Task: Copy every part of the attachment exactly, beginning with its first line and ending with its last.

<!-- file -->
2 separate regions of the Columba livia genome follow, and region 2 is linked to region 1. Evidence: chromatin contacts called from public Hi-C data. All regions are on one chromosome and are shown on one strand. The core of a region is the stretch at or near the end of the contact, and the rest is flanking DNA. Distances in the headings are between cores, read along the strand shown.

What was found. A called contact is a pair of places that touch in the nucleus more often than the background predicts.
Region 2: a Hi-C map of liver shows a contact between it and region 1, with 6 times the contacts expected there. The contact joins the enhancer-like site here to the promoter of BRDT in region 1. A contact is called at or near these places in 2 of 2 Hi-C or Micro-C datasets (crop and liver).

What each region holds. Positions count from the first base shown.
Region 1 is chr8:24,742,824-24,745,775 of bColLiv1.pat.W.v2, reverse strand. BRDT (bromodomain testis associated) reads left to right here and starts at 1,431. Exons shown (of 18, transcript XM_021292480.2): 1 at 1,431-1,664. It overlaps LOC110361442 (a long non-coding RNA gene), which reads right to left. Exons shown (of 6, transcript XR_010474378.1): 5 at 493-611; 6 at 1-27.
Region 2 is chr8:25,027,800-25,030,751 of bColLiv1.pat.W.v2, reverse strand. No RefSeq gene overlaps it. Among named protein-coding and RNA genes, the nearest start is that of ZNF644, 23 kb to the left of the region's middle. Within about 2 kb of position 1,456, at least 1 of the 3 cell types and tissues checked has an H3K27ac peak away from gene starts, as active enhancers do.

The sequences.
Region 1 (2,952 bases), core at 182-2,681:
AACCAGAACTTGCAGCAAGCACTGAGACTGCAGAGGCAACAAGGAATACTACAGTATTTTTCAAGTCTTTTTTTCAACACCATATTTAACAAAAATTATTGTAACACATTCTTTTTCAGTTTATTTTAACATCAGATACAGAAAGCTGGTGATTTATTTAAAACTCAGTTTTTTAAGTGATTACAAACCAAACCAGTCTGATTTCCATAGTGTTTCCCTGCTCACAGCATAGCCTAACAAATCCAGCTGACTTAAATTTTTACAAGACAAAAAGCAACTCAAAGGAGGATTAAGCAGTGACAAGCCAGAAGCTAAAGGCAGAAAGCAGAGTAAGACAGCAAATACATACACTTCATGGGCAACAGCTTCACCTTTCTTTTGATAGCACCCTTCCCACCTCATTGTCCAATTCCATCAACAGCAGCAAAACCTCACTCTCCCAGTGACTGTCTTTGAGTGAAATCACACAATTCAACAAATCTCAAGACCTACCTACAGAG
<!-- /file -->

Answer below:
2 separate regions of the Columba livia genome follow, and region 2 is linked to region 1. Evidence: chromatin contacts called from public Hi-C data. All regions are on one chromosome and are shown on one strand. The core of a region is the stretch at or near the end of the contact, and the rest is flanking DNA. Distances in the headings are between cores, read along the strand shown.

What was found. A called contact is a pair of places that touch in the nucleus more often than the background predicts.
Region 2: a Hi-C map of liver shows a contact between it and region 1, with 6 times the contacts expected there. The contact joins the enhancer-like site here to the promoter of BRDT in region 1. A contact is called at or near these places in 2 of 2 Hi-C or Micro-C datasets (crop and liver).

What each region holds. Positions count from the first base shown.
Region 1 is chr8:24,742,824-24,745,775 of bColLiv1.pat.W.v2, reverse strand. BRDT (bromodomain testis associated) reads left to right here and starts at 1,431. Exons shown (of 18, transcript XM_021292480.2): 1 at 1,431-1,664. It overlaps LOC110361442 (a long non-coding RNA gene), which reads right to left. Exons shown (of 6, transcript XR_010474378.1): 5 at 493-611; 6 at 1-27.
Region 2 is chr8:25,027,800-25,030,751 of bColLiv1.pat.W.v2, reverse strand. No RefSeq gene overlaps it. Among named protein-coding and RNA genes, the nearest start is that of ZNF644, 23 kb to the left of the region's middle. Within about 2 kb of position 1,456, at least 1 of the 3 cell types and tissues checked has an H3K27ac peak away from gene starts, as active enhancers do.

The sequences.
Region 1 (2,952 bases), core at 182-2,681:
AACCAGAACTTGCAGCAAGCACTGAGACTGCAGAGGCAACAAGGAATACTACAGTATTTTTCAAGTCTTTTTTTCAACACCATATTTAACAAAAATTATTGTAACACATTCTTTTTCAGTTTATTTTAACATCAGATACAGAAAGCTGGTGATTTATTTAAAACTCAGTTTTTTAAGTGATTACAAACCAAACCAGTCTGATTTCCATAGTGTTTCCCTGCTCACAGCATAGCCTAACAAATCCAGCTGACTTAAATTTTTACAAGACAAAAAGCAACTCAAAGGAGGATTAAGCAGTGACAAGCCAGAAGCTAAAGGCAGAAAGCAGAGTAAGACAGCAAATACATACACTTCATGGGCAACAGCTTCACCTTTCTTTTGATAGCACCCTTCCCACCTCATTGTCCAATTCCATCAACAGCAGCAAAACCTCACTCTCCCAGTGACTGTCTTTGAGTGAAATCACACAATTCAACAAATCTCAAGACCTACCTACAGAG